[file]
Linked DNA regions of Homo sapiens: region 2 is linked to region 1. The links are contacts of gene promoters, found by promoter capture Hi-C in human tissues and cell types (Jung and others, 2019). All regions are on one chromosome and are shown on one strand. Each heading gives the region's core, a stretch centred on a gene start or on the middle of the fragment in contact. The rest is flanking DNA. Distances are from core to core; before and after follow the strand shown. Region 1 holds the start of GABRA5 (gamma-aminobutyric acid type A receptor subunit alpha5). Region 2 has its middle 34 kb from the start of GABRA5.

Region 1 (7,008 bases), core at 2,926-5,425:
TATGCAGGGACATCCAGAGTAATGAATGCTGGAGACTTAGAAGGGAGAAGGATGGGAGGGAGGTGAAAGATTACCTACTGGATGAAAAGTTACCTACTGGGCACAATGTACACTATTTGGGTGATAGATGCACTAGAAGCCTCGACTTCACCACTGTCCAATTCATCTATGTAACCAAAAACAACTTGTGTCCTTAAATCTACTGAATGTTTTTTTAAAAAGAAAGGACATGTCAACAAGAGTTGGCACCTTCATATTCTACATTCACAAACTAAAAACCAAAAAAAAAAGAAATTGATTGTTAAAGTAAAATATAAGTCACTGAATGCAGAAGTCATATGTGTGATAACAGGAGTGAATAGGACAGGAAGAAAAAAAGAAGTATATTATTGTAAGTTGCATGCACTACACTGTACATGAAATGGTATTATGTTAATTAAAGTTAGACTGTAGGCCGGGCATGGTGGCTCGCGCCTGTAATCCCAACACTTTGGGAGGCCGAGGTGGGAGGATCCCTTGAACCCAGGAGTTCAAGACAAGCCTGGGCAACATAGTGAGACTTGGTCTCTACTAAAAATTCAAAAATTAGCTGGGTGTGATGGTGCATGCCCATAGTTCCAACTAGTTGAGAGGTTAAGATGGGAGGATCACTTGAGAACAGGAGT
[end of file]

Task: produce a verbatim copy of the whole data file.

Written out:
Linked DNA regions of Homo sapiens: region 2 is linked to region 1. The links are contacts of gene promoters, found by promoter capture Hi-C in human tissues and cell types (Jung and others, 2019). All regions are on one chromosome and are shown on one strand. Each heading gives the region's core, a stretch centred on a gene start or on the middle of the fragment in contact. The rest is flanking DNA. Distances are from core to core; before and after follow the strand shown. Region 1 holds the start of GABRA5 (gamma-aminobutyric acid type A receptor subunit alpha5). Region 2 has its middle 34 kb from the start of GABRA5.

Region 1 (7,008 bases), core at 2,926-5,425:
TATGCAGGGACATCCAGAGTAATGAATGCTGGAGACTTAGAAGGGAGAAGGATGGGAGGGAGGTGAAAGATTACCTACTGGATGAAAAGTTACCTACTGGGCACAATGTACACTATTTGGGTGATAGATGCACTAGAAGCCTCGACTTCACCACTGTCCAATTCATCTATGTAACCAAAAACAACTTGTGTCCTTAAATCTACTGAATGTTTTTTTAAAAAGAAAGGACATGTCAACAAGAGTTGGCACCTTCATATTCTACATTCACAAACTAAAAACCAAAAAAAAAAGAAATTGATTGTTAAAGTAAAATATAAGTCACTGAATGCAGAAGTCATATGTGTGATAACAGGAGTGAATAGGACAGGAAGAAAAAAAGAAGTATATTATTGTAAGTTGCATGCACTACACTGTACATGAAATGGTATTATGTTAATTAAAGTTAGACTGTAGGCCGGGCATGGTGGCTCGCGCCTGTAATCCCAACACTTTGGGAGGCCGAGGTGGGAGGATCCCTTGAACCCAGGAGTTCAAGACAAGCCTGGGCAACATAGTGAGACTTGGTCTCTACTAAAAATTCAAAAATTAGCTGGGTGTGATGGTGCATGCCCATAGTTCCAACTAGTTGAGAGGTTAAGATGGGAGGATCACTTGAGAACAGGAGT